Welcome to the online home of Tim Challies, blogger, author, and book reviewer.

Tim Challies

Challies on FacebookChallies on Twitter

A La Carte (8/13)

Gospel or Spirit? - Good thoughts here from Trevin: “Evangelicals love to speak in theological shorthand. We employ phrases and terms that become popular, become a badge of identification, and over time get emptied of their meaning.”

Taking the Text Seriously - I enjoyed this one. “Expository preaching is a new buzzword. Everyone is doing it. But not really. They used to sing, ‘Everybody talking about heaven ain’t going.’ New verse: ‘Everybody talking about expository preaching ain’t doing it.’ That’s fine. Really. It is. If your preaching is not expository, that’s okay. But it is not okay to be unbiblical.”

The Debate - “One of the main rhetorical strategies of gay marriage supporters has been to frame the issue as the next phase in the struggle for civil rights in America. As a consequence, they brand traditional marriage supporters as ‘bigots’ who support ‘discrimination’ equivalent to that of Jim Crow. For the most part, that rhetorical strategy seems to be working. This means that if you are a Christian who believes the Bible, there are many who simply believe you to be a morally retrograde bigot.”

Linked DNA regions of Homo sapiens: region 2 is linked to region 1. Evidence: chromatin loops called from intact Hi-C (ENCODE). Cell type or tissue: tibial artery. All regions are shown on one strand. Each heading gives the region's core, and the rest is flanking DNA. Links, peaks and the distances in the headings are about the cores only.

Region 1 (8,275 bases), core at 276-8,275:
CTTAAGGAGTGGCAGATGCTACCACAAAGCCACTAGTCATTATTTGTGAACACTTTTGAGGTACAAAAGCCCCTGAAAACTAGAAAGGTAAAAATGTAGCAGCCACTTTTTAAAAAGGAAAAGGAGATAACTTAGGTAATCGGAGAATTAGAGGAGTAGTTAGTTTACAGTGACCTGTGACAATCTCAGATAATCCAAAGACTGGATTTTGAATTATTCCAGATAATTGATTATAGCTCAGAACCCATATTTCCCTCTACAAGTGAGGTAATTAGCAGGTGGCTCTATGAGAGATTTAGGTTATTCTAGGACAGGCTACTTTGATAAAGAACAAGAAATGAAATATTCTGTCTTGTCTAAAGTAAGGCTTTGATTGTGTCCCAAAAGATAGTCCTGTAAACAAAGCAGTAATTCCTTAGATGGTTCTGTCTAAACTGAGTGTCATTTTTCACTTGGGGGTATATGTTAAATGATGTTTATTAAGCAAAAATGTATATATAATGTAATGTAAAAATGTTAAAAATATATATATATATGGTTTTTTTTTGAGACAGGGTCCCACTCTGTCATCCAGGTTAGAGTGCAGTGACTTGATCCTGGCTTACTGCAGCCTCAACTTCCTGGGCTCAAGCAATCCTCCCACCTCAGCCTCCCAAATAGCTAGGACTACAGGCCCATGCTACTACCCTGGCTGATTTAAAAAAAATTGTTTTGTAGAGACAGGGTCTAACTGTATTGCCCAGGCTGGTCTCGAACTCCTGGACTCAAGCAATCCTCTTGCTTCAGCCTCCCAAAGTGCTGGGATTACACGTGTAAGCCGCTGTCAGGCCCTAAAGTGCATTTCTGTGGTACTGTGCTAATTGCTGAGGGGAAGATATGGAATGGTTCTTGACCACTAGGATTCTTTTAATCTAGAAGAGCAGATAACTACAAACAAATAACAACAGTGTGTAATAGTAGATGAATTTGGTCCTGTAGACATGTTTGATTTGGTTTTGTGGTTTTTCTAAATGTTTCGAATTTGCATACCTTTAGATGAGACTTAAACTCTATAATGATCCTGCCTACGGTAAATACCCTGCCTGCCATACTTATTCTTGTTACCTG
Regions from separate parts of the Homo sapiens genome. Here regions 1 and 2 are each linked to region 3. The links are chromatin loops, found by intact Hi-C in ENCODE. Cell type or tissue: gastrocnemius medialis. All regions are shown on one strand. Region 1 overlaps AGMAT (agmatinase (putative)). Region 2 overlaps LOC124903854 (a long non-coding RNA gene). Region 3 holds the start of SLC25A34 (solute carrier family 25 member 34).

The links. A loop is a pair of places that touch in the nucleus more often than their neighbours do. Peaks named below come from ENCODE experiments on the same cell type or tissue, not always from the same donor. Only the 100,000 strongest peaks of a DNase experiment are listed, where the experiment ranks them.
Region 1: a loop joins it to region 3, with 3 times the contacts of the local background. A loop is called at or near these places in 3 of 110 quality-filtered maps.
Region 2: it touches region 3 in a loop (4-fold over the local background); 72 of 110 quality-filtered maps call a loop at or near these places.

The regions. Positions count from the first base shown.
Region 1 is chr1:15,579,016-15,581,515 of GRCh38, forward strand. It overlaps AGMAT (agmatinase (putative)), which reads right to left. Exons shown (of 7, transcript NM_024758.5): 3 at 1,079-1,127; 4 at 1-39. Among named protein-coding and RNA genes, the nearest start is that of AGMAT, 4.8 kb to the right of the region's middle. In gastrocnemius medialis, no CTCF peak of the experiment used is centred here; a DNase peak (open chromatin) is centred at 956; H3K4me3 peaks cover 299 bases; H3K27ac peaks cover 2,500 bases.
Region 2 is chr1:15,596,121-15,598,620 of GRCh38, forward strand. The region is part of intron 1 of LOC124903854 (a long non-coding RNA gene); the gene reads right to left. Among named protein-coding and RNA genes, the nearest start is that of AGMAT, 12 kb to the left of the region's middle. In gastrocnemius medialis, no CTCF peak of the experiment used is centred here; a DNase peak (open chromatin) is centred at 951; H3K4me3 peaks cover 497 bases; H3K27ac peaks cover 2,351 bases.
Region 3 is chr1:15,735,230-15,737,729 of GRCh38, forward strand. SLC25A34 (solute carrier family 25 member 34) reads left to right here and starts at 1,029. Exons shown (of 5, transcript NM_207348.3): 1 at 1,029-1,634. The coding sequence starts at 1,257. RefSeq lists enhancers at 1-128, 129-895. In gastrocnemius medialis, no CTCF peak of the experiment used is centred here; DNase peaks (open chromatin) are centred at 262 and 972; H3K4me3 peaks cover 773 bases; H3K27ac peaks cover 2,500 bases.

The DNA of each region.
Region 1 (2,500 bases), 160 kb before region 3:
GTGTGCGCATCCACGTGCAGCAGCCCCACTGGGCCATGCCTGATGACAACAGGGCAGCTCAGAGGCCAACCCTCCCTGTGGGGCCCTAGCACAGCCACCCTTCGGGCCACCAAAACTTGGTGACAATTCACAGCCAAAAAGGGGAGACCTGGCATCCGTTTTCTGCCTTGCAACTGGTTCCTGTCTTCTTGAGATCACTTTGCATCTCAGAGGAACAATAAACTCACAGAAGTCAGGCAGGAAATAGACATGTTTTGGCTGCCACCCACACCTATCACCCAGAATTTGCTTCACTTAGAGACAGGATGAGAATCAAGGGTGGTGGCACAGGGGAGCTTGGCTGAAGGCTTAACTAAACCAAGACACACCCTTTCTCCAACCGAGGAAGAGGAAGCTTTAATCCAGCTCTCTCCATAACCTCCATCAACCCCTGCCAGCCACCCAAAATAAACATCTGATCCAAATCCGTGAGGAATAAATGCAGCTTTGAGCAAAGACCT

Lessons from an Olympic Hero - John Percival proposes ten lessons we ought to learn from Eric Liddell.

Complicated Isn’t Compromised - “The world isn’t a black and white place. Despite our two party political system and fundamentalist church roots, life doesn’t offer the luxury of a mere two perspectives on every issue – right and wrong, good and bad, up and down, yes and no, now or never. There are a multitude of options throughout life – both, neither, maybe, all of the above, later. The world is complicated, and people who tell you otherwise likely see themselves as wiser than the rest but are more likely blinder.”

Is there nothing to sing about today? Then borrow a song from tomorrow; sing of what is yet to be. Is this world dreary? Then think of the next. —C.H. Spurgeon

In lieu of a comments section, I accept and encourage letters to the editor.
If you would like to write a letter to the editor, you can do so here.